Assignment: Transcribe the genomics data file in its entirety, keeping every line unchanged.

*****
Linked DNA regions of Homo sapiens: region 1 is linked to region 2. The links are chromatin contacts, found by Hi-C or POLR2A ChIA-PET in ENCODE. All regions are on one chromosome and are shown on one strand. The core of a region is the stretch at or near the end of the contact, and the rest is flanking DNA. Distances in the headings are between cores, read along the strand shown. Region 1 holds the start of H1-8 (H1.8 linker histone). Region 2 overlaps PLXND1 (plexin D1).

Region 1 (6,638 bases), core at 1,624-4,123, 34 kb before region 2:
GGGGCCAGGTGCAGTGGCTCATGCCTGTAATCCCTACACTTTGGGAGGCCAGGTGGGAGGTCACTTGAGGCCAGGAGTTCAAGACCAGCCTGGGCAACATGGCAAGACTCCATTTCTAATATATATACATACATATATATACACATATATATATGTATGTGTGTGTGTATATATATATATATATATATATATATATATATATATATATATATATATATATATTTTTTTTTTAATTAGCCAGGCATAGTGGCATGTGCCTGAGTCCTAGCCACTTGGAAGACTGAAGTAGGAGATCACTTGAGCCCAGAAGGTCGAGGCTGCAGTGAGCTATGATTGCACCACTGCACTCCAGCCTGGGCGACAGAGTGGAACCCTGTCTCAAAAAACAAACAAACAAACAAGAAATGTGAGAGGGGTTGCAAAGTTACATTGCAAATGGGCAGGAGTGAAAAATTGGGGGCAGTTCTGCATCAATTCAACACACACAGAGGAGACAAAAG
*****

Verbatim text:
Linked DNA regions of Homo sapiens: region 1 is linked to region 2. The links are chromatin contacts, found by Hi-C or POLR2A ChIA-PET in ENCODE. All regions are on one chromosome and are shown on one strand. The core of a region is the stretch at or near the end of the contact, and the rest is flanking DNA. Distances in the headings are between cores, read along the strand shown. Region 1 holds the start of H1-8 (H1.8 linker histone). Region 2 overlaps PLXND1 (plexin D1).

Region 1 (6,638 bases), core at 1,624-4,123, 34 kb before region 2:
GGGGCCAGGTGCAGTGGCTCATGCCTGTAATCCCTACACTTTGGGAGGCCAGGTGGGAGGTCACTTGAGGCCAGGAGTTCAAGACCAGCCTGGGCAACATGGCAAGACTCCATTTCTAATATATATACATACATATATATACACATATATATATGTATGTGTGTGTGTATATATATATATATATATATATATATATATATATATATATATATATATATATATTTTTTTTTTAATTAGCCAGGCATAGTGGCATGTGCCTGAGTCCTAGCCACTTGGAAGACTGAAGTAGGAGATCACTTGAGCCCAGAAGGTCGAGGCTGCAGTGAGCTATGATTGCACCACTGCACTCCAGCCTGGGCGACAGAGTGGAACCCTGTCTCAAAAAACAAACAAACAAACAAGAAATGTGAGAGGGGTTGCAAAGTTACATTGCAAATGGGCAGGAGTGAAAAATTGGGGGCAGTTCTGCATCAATTCAACACACACAGAGGAGACAAAAG